In October 2012 Jim Erdman submitted a 26-page report http://mummyrangeinstitute.org/glacier-view-natural-history.pdf to the Mummy Range Institute which has featured it on their website. It is a “must read” for those of us who love the ecology, geology and beauty of GVM. Thank you Jim for your lucid writing and beautiful photos! For more information on the important work being done by the Mummy Institute, visit their website http://mummyrangeinstitute.org/.
4/12/2012 Jim E sent this information along with photos, thanks Jim! “Yesterday I happened to be walking along a game trail here in Glacier View Meadows and spotted a fairly newly wind-thrown ponderosa. As I’d seen easily accessible branch tips nibbled on along Haystack Rd sometime ago, and didn’t know what did it, this seemed to clinch deer as the cause. The roots are extremely shallow as shown here. The trunk leading off to the left. Here’s the top of the tree showing easily reached – by deer – relatively palatable needles and branch tips.” Jim observed about a dozen piles of deer scat around the tree suggesting that deer are the culprits. He has sent an email to Mark from the Division of Wildlife to ask about mule deer forage habits.
“Finally, this closeup showing a couple plants of wild candytuft (Noccaea [formerly Thlaspi] montana) growing through the pile, which must have been laid before the spring-bloom season. I’ve Olaus Murie’s 1958 classic, A Field Guide to Animal Tracks, that includes photos of droppings. They show the winter feeding(or dry diet), and the soft type that results from green or succulent food in summer. Maybe your folks can tell.”
3/31/2012 From Ellen: On a late morning walk in Filing 10 near our house, I spotted Spring Beauties, Pasque Flowers and Ball Cacti in bloom.
4/8/2012 A week later Jim E. wrote this from his walk on April 7: “Well, Saturday afternoon during my usual amble nearby, I spotted this early-blooming Ball Cactus – but seemingly much earlier than I’m aware. Photographed ~noon today, these three. This Candytuft is another early bloomer – in the mustard family (Brassicaceae, formerly Cruciferae – note the four ‘cross’ petals). What a pleasant surprise, the day before Easter. Why the name ‘candytuft’ I won’t get into – too involved taxonomically. This, a real surprise – Sand Lily; and only one spotted! And in gravelly soil; but what else is there up here in this Sherman Granite?And today’s mid-afternoon saunter along the FS’ Mount Margaret Trail near Red Feather Lakes, a repeat of Pasqueflower (in a controlled burn; note charred fragment). I reported this in bloom on the FS’ Elkhorn Creek Trail on April 2nd of last year, so this year’s blooms aren’t unusually early. Finally, yes – dandelion, which I don’t even have to show.”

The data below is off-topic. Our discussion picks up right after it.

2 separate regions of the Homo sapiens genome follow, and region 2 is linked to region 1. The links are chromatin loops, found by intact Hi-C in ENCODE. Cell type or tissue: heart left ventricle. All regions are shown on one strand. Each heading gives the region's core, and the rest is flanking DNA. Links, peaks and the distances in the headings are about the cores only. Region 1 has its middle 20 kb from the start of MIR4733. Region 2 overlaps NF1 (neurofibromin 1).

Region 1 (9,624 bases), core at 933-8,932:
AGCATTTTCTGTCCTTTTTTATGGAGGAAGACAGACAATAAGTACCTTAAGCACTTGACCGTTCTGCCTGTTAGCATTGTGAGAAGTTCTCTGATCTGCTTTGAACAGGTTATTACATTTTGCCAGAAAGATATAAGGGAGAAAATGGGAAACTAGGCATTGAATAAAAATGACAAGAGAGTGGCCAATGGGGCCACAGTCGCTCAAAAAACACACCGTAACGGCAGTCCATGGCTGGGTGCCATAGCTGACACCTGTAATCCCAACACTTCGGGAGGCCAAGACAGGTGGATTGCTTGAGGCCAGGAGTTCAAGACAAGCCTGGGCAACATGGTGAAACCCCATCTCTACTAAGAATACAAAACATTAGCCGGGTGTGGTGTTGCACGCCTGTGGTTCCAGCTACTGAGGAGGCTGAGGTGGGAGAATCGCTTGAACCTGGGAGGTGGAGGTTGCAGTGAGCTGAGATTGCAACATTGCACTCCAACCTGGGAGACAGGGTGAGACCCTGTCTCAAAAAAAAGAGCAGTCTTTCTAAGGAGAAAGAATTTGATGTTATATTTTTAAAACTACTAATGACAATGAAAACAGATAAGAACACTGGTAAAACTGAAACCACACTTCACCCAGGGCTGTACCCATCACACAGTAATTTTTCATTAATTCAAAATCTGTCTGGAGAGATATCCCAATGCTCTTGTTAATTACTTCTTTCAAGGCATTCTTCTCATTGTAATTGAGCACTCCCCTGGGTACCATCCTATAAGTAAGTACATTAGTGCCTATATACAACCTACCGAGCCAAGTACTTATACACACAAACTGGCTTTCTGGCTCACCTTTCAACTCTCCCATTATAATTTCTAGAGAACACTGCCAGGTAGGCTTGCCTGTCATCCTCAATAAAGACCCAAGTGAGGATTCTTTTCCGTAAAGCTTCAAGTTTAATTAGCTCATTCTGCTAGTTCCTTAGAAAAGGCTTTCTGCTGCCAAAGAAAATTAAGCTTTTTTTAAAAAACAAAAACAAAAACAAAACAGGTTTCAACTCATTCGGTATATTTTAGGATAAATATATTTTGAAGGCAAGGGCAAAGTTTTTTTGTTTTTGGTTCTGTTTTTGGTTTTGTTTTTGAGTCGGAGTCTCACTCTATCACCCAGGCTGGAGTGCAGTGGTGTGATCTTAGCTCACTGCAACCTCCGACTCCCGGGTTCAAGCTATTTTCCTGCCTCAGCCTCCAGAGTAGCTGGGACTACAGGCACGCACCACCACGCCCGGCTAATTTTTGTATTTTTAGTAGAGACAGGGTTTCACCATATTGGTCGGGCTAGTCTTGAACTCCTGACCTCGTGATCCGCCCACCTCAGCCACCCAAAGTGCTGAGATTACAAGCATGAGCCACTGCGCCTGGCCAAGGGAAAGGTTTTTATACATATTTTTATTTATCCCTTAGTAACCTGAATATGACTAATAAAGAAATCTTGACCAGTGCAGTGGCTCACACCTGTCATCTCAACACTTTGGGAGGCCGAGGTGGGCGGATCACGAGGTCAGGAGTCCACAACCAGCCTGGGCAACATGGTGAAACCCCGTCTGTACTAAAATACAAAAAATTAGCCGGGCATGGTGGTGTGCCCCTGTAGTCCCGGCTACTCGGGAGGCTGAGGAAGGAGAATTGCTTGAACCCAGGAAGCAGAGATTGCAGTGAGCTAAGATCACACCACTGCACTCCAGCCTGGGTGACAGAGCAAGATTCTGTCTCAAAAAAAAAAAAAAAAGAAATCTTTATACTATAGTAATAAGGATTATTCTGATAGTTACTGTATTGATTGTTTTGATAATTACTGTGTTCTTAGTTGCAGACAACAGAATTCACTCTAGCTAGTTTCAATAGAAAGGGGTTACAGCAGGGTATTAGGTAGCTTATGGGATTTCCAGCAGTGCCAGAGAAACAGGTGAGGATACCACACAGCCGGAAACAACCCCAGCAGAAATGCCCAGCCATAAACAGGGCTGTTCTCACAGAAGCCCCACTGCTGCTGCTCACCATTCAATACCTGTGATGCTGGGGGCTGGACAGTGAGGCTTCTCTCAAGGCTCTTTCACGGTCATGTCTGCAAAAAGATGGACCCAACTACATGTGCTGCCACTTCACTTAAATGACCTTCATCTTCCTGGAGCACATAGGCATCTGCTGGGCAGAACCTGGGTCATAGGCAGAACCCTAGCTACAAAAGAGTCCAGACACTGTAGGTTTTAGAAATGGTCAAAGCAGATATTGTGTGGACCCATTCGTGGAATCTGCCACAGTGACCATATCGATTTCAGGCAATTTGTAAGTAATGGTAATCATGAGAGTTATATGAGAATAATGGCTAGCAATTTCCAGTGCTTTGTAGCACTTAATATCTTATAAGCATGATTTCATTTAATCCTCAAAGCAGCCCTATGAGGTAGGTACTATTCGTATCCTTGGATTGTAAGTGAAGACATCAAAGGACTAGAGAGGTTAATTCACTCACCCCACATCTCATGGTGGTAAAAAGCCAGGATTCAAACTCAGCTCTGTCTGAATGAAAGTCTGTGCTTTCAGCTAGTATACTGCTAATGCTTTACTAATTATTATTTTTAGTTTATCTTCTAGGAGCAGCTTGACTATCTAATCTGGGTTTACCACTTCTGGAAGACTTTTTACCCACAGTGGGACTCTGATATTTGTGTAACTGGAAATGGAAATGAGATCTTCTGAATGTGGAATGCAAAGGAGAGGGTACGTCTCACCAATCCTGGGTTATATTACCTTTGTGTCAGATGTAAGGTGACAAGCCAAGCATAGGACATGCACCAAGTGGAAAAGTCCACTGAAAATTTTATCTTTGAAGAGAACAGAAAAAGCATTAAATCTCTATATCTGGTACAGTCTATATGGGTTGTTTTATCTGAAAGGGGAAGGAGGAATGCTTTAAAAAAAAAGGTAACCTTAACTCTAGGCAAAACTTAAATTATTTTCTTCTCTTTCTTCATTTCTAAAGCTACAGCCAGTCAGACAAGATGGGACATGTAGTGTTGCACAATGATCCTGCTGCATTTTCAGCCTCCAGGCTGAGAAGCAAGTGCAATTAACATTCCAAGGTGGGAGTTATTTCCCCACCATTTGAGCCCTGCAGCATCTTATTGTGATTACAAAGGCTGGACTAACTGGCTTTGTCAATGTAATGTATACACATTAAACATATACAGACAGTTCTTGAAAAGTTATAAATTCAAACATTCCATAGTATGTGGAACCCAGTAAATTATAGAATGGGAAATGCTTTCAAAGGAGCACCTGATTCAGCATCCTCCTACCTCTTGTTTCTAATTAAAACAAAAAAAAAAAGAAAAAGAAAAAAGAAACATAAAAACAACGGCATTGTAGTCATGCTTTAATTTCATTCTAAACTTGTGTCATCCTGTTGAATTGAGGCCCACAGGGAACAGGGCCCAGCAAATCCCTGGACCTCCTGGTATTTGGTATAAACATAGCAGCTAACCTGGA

4/9/2011 Jim E. found the beautiful early-bloomer Easter Daisy, Townsendia hookeri on his hike today along the North Rim Road (aka Gate 13). He keyed it out using his microscope and wrote that this species can be distinguished from and similar species, T. exscapa, by the: “tuft of tangled cilia” at the tips of the phyllaries (bracts) below the head of flowers. He also sent this description from Weber & Wittmann “Blooming in early spring in open, rocky sagebrush. Widespread on the plains and outwash mesas of the Front Range.” Thanks, Jim, for sending the beautiful photo.
4/2/2011 Email from Jim E.: “What a memorable high-country hike early afternoon, on this balmy but windy day on the US Forest Service’s Elkhorn Creek Trail at ~8,000 ft. Its trailhead was renovated last year (I’d not even known it was there down the Log Cabin Road, which I’ve been on so many times). To my amazement I spotted the first flowers of the season! I could not believe it; had to go back to the truck for my digital camera.
7/26/2010 Email from Linda B: “Hello all, I was weeding in the greenbelt between Mt. Harvard and LaPlatta this morning (filing 8) and came across this plant. This is a new one for me. I couldn’t find a positive ID in my copy of Weeds of the West or in the various materials from the weed district or the state.